In the version of this Article originally published, there were errors in the colour ordering of the legend in Fig. 5b, and in the positions of the target and surrogate populations in Fig. 5c. This has now been corrected. The conclusions of the study are in no way affected. The errors have been corrected in the HTML and PDF versions of the article.
Article
Full-text available
The roles of migration, admixture and acculturation in the European transition to farming have been debated for over 100 years. Genome-wide ancient DNA studies indicate predominantly Aegean ancestry for continental Neolithic farmers, but also variable admixture with local Mesolithic hunter-gatherers. Neolithic cultures first appear in Britain circa...
Chapter
Our current knowledge of the emergence of anatomically modern humans, and the human lineage in general, is limited, in large part because of the lack of a well preserved and well dated fossil record from Pleistocene Africa. Thus, the primary aim of our research is to partly relieve this problem by virtually reconstructing and analyzing the hominin...
Article
There is considerable variation in mid-late Pleistocene hominin paranasal sinuses, and in some taxa distinctive craniofacial shape has been linked to sinus size. Extreme frontal sinus size has been reported in mid-Pleistocene specimens often classified as Homo heidelbergensis, and Neanderthal sinuses are said to be distinctively large, explaining d...
Article
Full-text available
The face is the most distinctive feature used to identify others. Modern humans have a short, retracted face beneath a large globular braincase that is distinctively different from that of our closest living relatives. The face is a skeletal complex formed by 14 individual bones that houses parts of the digestive, respiratory, visual and olfactory...
Article
Full-text available
Westernmost Europe constitutes a key location in determining the timing of the replacement of Neanderthals by anatomically modern humans (AMHs). In this study, the replacement of late Mousterian industries by Aurignacian ones at the site of Bajondillo Cave (Málaga, southern Spain) is reported. On the basis of Bayesian analyses, a total of 26 radioc...
Article
Full-text available
In 2006, six isolated hominin teeth were excavated from Middle Stone Age (MSA) deposits at the Magubike rockshelter in southern Tanzania. They comprise two central incisors, one lateral incisor, one canine, one third premolar, and one fourth premolar. All are fully developed and come from the maxilla. None of the teeth are duplicated, so they may r...
Data
Additional information on ESR methods. (DOCX)
Article
Full-text available
We challenge the view that our species, Homo sapiens, evolved within a single population and/or region of Africa. The chronology and physical diversity of Pleistocene human fossils suggest that morphologically varied populations pertaining to the H. sapiens clade lived throughout Africa. Similarly, the African archaeological record demonstrates the...
Article
Objectives Although the evolution of the hominin masticatory apparatus has been linked to diet and food processing, the physical connection between neurocranium and lower jaw suggests a role of encephalization in the trend of dental and mandibular reduction. Here, the hypothesis that tooth size and mandibular robusticity are influenced by morpholog...
Article
Modern humans have smaller faces relative to Middle and Late Pleistocene members of the genus Homo. While facial reduction and differences in shape have been shown to increase biting efficiency in Homo sapiens relative to these hominins, facial size reduction has also been said to decrease our ability to resist masticatory loads. This study compare...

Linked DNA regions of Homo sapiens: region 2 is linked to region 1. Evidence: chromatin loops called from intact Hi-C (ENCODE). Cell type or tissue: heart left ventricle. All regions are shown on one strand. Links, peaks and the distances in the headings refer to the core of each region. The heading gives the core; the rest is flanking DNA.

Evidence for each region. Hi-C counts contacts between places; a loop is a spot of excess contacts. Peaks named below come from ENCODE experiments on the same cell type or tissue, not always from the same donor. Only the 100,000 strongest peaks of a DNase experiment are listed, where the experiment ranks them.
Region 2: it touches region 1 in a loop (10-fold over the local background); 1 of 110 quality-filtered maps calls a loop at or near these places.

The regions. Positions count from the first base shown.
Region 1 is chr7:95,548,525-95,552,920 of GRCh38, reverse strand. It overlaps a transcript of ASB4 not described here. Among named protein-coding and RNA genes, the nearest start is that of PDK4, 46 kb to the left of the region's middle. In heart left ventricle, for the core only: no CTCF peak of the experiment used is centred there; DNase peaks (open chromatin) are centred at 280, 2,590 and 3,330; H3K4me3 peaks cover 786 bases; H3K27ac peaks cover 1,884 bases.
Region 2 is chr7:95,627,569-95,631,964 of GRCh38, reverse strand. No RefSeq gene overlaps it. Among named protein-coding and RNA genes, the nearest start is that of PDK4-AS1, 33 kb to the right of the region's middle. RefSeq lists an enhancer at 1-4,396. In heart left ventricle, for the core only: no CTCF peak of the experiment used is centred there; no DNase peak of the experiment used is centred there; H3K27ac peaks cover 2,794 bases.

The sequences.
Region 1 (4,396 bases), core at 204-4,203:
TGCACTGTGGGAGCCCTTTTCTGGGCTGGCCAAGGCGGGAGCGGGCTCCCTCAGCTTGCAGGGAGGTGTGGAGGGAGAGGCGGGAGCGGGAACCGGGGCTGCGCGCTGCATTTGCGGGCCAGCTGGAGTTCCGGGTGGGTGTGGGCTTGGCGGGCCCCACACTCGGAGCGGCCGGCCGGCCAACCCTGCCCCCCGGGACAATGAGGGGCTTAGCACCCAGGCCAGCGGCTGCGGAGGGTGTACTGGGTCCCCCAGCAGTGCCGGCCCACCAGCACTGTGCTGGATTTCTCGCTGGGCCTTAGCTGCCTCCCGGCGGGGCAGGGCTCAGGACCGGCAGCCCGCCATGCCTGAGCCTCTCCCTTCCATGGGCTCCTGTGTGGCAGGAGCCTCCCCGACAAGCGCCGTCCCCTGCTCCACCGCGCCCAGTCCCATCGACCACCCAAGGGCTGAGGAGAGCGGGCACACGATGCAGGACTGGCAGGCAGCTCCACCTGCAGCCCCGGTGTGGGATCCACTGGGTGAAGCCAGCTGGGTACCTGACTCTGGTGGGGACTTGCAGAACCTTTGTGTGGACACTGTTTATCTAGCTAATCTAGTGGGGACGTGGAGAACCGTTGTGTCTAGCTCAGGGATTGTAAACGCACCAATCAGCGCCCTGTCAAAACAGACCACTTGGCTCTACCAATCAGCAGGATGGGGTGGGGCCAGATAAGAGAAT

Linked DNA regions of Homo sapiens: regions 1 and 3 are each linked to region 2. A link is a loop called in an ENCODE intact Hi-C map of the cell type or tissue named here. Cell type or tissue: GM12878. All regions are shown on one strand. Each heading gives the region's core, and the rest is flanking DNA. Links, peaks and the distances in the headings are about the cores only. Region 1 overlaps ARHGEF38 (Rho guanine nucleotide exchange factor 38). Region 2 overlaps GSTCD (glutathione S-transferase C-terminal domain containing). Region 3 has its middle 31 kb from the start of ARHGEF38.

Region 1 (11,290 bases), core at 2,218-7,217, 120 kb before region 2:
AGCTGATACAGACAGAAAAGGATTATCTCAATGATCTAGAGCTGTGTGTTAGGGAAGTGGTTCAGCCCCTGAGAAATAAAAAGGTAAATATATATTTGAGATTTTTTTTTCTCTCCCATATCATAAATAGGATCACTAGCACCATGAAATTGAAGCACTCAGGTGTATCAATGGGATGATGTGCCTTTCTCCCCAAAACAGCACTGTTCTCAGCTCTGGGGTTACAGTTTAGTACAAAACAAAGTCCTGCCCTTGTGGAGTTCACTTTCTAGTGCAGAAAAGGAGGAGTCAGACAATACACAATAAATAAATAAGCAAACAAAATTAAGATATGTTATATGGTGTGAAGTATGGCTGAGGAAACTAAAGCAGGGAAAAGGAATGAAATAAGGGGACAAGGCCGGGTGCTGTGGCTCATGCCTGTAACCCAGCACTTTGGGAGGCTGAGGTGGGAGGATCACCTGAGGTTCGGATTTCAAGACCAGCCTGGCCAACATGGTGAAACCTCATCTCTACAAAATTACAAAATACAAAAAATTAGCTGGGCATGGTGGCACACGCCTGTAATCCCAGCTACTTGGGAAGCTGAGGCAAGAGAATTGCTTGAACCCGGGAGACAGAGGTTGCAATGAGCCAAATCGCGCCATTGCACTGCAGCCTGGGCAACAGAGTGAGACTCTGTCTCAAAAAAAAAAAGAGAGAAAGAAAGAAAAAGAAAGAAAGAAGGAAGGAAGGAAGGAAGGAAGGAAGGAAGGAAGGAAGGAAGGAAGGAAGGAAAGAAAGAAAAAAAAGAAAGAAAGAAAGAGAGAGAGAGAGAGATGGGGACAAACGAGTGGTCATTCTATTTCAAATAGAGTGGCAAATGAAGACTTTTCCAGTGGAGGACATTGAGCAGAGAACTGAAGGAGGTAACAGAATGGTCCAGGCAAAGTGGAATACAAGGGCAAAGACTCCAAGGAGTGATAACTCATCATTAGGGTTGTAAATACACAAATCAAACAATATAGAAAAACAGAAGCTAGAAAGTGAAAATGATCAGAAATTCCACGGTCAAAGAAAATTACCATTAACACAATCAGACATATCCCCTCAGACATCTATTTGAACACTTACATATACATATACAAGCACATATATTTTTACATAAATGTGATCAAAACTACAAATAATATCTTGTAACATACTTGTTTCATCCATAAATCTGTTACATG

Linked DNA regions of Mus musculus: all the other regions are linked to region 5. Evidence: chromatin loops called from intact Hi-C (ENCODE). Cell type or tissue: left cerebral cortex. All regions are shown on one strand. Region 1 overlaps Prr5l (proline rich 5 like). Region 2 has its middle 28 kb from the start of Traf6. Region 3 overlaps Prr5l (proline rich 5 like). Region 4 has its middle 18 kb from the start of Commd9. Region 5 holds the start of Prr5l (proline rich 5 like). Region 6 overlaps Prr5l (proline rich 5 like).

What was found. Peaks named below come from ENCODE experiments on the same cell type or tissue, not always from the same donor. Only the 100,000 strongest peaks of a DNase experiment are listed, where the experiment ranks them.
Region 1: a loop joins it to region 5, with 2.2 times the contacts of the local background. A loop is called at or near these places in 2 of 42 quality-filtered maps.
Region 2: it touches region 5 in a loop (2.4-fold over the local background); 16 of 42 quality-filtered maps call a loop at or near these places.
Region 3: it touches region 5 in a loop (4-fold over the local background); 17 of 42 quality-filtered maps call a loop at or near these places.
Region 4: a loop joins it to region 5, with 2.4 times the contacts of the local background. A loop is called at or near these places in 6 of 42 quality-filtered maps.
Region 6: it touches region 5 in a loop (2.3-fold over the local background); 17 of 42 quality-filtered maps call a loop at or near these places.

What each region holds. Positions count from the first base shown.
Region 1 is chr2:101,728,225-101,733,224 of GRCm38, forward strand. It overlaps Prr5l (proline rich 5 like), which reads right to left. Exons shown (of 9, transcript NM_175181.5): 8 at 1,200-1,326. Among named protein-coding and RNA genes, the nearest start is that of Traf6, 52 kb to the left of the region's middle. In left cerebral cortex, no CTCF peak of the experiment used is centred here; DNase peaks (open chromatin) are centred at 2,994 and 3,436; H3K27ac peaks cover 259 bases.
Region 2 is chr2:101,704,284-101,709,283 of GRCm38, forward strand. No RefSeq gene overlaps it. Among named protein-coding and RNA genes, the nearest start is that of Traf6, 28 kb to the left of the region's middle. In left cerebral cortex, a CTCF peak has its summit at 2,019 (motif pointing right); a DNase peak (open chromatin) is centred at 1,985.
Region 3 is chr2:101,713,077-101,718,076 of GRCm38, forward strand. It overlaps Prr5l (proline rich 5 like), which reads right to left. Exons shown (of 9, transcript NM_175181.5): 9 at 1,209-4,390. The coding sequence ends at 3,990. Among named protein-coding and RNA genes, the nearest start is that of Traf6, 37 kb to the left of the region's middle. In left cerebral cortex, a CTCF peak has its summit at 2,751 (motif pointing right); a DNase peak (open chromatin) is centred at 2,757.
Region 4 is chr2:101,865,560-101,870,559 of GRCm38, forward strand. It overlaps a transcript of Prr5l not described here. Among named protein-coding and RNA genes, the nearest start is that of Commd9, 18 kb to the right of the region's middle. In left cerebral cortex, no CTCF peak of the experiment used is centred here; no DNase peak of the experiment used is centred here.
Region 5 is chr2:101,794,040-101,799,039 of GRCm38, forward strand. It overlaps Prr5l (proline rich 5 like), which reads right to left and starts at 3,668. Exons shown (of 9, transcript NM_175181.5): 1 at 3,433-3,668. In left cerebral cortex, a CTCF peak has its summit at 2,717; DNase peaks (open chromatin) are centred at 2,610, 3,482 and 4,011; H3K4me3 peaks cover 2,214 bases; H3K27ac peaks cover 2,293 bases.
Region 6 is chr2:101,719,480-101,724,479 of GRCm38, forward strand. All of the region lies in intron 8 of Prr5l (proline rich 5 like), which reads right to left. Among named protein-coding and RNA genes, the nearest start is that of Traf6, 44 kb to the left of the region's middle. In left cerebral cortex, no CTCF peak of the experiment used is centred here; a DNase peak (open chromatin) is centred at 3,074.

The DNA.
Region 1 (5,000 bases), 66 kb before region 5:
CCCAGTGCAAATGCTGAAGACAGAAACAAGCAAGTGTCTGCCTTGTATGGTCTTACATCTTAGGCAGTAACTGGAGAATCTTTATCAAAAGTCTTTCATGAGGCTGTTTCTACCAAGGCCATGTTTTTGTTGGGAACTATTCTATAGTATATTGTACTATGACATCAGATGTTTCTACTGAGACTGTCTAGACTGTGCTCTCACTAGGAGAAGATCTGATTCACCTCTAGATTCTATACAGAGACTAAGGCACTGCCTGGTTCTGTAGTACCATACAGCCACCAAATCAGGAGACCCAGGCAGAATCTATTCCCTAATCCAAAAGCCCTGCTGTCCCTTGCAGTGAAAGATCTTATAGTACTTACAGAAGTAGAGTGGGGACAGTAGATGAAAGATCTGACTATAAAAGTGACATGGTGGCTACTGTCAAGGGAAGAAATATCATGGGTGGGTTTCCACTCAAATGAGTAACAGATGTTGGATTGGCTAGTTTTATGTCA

Article
Full-text available
The present study attempted to reconstruct 3D brain shape of Neanderthals and early Homo sapiens based on computational neuroanatomy. We found that early Homo sapiens had relatively larger cerebellar hemispheres but a smaller occipital region in the cerebrum than Neanderthals long before the time that Neanderthals disappeared. Further, using behavi...
Article
Full-text available
Three adaptive hypotheses have been forwarded to explain the distinctive Neanderthal face: (i) an improved ability to accommodate high anterior bite forces, (ii) more effective conditioning of cold and/or dry air and, (iii) adaptation to facilitate greater ventilatory demands. We test these hypotheses using three-dimensional models of Neanderthals,...
Article
It is now recognised that Britain has not always been geographically isolated from Europe and, for most of the last one million years, formed an extension of the northwest European landmass. During most of this time, Britain was accessible to migrating humans and animals, although climatic conditions varied greatly from Mediterranean-like through t...
Preprint
Full-text available
The roles of migration, admixture and acculturation in the European transition to farming have been debated for over 100 years. Genome-wide ancient DNA studies indicate predominantly Anatolian ancestry for continental Neolithic farmers, but also variable admixture with local Mesolithic hunter-gatherers 1–9 . Neolithic cultures first appear in Brita...
Article
The cranium (Broken Hill 1 or BH1) from the site previously known as Broken Hill, Northern Rhodesia (now Kabwe, Zambia) is one of the best preserved hominin fossils from the mid-Pleistocene. Its distinctive combination of anatomical features, however, makes its taxonomic attribution ambiguous. High resolution microCT, which has not previously been...
Article
Full-text available
The Levantine sites of Skhul and Qafzeh have been interpreted as indicating an early, short and unsuccessful expansion of Homo sapiens out of Africa. Chronometric age estimates, however, indicate a history of prolonged occupation, and suggest that Skhul (~130-100 thousand years ago [ka]) may have been occupied earlier than Qafzeh (beginning ~110-90...
Article
Full-text available
The cranium (Broken Hill 1 or BH1) from the site previously known as Broken Hill, Northern Rhodesia (now Kabwe, Zambia) is one of the best preserved hominin fossils from the mid-Pleistocene. Its distinctive combination of anatomical features, however, makes its taxonomic attribution ambiguous. High resolution microCT, which has not previously been...